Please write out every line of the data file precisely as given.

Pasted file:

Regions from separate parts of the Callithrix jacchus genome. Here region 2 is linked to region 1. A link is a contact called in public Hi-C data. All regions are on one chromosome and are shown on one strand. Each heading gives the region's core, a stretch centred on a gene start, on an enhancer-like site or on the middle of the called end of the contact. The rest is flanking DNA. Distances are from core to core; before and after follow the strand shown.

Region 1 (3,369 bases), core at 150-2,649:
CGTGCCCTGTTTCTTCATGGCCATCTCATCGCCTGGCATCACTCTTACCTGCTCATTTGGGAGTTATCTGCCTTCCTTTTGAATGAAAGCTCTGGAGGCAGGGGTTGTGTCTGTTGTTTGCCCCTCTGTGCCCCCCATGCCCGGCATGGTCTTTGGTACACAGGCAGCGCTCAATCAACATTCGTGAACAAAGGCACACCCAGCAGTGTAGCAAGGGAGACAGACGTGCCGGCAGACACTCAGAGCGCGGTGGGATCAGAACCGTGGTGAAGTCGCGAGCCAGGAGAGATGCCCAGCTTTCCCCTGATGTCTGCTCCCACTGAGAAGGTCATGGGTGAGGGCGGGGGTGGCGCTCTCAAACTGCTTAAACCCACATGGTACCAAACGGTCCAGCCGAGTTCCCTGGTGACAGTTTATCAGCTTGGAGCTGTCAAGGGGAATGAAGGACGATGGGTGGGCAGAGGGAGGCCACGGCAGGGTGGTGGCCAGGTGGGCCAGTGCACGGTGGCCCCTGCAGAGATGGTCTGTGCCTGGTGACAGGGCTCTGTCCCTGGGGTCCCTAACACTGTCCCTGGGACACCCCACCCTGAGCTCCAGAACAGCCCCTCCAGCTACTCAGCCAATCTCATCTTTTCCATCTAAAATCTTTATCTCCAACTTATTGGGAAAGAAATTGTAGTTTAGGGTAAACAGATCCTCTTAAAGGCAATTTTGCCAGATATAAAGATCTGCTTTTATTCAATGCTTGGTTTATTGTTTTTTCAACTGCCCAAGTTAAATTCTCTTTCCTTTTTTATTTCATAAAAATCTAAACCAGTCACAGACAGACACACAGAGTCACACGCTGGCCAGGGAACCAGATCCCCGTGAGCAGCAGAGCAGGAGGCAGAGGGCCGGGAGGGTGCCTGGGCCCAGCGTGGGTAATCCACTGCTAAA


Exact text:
Regions from separate parts of the Callithrix jacchus genome. Here region 2 is linked to region 1. A link is a contact called in public Hi-C data. All regions are on one chromosome and are shown on one strand. Each heading gives the region's core, a stretch centred on a gene start, on an enhancer-like site or on the middle of the called end of the contact. The rest is flanking DNA. Distances are from core to core; before and after follow the strand shown.

Region 1 (3,369 bases), core at 150-2,649:
CGTGCCCTGTTTCTTCATGGCCATCTCATCGCCTGGCATCACTCTTACCTGCTCATTTGGGAGTTATCTGCCTTCCTTTTGAATGAAAGCTCTGGAGGCAGGGGTTGTGTCTGTTGTTTGCCCCTCTGTGCCCCCCATGCCCGGCATGGTCTTTGGTACACAGGCAGCGCTCAATCAACATTCGTGAACAAAGGCACACCCAGCAGTGTAGCAAGGGAGACAGACGTGCCGGCAGACACTCAGAGCGCGGTGGGATCAGAACCGTGGTGAAGTCGCGAGCCAGGAGAGATGCCCAGCTTTCCCCTGATGTCTGCTCCCACTGAGAAGGTCATGGGTGAGGGCGGGGGTGGCGCTCTCAAACTGCTTAAACCCACATGGTACCAAACGGTCCAGCCGAGTTCCCTGGTGACAGTTTATCAGCTTGGAGCTGTCAAGGGGAATGAAGGACGATGGGTGGGCAGAGGGAGGCCACGGCAGGGTGGTGGCCAGGTGGGCCAGTGCACGGTGGCCCCTGCAGAGATGGTCTGTGCCTGGTGACAGGGCTCTGTCCCTGGGGTCCCTAACACTGTCCCTGGGACACCCCACCCTGAGCTCCAGAACAGCCCCTCCAGCTACTCAGCCAATCTCATCTTTTCCATCTAAAATCTTTATCTCCAACTTATTGGGAAAGAAATTGTAGTTTAGGGTAAACAGATCCTCTTAAAGGCAATTTTGCCAGATATAAAGATCTGCTTTTATTCAATGCTTGGTTTATTGTTTTTTCAACTGCCCAAGTTAAATTCTCTTTCCTTTTTTATTTCATAAAAATCTAAACCAGTCACAGACAGACACACAGAGTCACACGCTGGCCAGGGAACCAGATCCCCGTGAGCAGCAGAGCAGGAGGCAGAGGGCCGGGAGGGTGCCTGGGCCCAGCGTGGGTAATCCACTGCTAAA